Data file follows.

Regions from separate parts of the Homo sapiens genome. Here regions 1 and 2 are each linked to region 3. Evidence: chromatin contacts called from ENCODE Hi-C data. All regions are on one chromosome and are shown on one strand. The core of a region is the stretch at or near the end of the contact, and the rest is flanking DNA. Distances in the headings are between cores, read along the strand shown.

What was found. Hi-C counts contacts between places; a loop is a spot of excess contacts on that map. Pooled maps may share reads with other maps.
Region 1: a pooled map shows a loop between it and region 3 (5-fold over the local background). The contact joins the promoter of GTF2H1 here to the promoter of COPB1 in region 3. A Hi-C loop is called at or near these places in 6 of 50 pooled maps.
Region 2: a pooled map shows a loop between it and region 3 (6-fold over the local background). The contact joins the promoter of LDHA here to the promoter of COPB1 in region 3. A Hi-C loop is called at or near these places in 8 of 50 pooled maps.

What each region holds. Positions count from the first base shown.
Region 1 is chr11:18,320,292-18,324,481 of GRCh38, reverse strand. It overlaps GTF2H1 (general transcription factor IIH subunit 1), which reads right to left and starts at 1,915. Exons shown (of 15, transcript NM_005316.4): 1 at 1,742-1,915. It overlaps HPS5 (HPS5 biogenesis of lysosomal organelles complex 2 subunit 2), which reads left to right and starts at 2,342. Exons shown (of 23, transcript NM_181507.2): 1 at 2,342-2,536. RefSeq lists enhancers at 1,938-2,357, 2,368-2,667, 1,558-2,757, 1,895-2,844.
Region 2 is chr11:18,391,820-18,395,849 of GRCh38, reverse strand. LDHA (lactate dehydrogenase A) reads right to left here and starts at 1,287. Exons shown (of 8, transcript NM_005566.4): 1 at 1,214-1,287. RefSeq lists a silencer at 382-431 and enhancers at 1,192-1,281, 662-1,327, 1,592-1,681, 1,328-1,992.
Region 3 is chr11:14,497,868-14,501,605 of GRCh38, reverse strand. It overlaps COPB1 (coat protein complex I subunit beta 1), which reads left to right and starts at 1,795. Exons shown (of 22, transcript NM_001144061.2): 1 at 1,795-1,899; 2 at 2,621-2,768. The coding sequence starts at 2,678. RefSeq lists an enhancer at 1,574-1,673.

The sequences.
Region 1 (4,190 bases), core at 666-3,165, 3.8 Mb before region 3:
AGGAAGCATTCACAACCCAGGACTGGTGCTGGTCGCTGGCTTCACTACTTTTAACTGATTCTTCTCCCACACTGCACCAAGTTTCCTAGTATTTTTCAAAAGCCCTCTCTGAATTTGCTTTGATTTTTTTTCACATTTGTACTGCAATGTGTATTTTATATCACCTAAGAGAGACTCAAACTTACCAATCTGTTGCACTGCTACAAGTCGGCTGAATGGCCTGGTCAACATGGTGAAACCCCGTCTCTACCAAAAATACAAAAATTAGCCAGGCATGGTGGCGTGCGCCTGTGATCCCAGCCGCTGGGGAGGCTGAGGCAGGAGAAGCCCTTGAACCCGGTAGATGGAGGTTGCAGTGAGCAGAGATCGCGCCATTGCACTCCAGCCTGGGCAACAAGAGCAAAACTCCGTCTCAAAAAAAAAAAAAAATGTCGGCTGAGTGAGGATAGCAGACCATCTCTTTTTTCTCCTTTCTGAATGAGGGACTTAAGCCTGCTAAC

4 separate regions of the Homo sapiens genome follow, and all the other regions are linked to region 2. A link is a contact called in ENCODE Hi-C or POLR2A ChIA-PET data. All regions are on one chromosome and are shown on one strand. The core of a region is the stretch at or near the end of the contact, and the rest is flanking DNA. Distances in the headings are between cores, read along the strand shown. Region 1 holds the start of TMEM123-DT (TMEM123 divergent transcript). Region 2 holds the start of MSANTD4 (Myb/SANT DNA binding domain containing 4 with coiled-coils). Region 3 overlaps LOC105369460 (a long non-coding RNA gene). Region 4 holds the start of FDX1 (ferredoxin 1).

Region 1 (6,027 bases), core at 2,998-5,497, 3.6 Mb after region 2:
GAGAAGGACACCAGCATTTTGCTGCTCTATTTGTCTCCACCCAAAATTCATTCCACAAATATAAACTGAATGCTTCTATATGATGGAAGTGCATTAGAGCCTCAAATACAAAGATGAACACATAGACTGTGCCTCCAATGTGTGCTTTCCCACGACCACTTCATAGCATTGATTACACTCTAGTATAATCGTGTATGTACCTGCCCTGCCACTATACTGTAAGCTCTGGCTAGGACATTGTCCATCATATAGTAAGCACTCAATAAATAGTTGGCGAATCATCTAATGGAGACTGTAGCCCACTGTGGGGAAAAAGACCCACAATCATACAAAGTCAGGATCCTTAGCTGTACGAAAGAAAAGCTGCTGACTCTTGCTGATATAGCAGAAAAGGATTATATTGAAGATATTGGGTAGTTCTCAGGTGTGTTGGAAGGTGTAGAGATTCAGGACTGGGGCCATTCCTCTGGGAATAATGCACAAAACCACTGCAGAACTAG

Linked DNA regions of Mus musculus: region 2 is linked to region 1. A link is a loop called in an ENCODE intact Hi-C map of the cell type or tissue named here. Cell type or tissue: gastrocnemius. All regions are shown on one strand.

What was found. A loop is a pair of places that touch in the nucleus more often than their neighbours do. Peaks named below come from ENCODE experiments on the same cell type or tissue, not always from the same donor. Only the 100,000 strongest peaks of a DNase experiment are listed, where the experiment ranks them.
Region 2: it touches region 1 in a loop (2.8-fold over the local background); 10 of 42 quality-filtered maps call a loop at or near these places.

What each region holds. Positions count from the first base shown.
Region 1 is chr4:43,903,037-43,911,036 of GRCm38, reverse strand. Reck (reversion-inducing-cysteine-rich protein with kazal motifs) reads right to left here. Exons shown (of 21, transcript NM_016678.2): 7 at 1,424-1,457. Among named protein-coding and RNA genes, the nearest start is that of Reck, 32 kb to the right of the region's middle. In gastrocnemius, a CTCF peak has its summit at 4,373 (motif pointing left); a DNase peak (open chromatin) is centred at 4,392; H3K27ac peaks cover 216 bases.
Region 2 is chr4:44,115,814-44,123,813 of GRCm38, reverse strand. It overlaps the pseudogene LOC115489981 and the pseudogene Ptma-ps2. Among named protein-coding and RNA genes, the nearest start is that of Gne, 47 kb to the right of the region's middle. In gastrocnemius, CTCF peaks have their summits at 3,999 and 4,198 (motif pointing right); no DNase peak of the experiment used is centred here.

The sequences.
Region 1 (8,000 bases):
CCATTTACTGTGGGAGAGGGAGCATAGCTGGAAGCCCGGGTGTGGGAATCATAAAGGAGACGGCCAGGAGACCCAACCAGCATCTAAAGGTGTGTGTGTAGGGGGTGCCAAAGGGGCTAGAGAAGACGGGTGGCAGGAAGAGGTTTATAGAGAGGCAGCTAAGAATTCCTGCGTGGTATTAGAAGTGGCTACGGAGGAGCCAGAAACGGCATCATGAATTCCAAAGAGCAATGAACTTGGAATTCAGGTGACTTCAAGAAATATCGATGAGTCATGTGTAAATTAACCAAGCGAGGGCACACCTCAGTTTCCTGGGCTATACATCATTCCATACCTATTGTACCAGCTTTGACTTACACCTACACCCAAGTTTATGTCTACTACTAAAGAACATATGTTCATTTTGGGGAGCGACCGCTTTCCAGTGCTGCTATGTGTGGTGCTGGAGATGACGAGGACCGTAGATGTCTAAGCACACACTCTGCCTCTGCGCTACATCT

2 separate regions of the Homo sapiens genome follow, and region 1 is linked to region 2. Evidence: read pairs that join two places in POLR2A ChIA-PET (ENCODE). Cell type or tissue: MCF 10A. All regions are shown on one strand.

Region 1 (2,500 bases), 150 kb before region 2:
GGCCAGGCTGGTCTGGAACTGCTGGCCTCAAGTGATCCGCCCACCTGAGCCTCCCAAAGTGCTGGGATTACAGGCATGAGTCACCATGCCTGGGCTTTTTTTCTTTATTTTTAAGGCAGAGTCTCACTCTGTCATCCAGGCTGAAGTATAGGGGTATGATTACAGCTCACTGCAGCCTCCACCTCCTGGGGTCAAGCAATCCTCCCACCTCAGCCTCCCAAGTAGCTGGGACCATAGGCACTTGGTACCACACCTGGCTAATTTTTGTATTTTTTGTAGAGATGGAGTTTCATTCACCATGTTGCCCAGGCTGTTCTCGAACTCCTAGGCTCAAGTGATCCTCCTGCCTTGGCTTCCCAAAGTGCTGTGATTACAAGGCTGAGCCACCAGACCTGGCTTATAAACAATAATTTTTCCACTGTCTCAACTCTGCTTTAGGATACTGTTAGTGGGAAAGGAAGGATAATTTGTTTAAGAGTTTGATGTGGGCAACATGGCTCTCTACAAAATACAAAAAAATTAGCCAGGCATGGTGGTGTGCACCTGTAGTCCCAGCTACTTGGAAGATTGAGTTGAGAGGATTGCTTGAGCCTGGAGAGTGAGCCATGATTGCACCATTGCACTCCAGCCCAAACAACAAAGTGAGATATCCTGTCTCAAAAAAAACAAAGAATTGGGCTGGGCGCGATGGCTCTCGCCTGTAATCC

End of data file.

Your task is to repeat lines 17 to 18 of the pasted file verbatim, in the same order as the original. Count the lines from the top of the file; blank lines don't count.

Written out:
Region 2: it touches region 1 in a loop (2.8-fold over the local background); 10 of 42 quality-filtered maps call a loop at or near these places.

What each region holds. Positions count from the first base shown.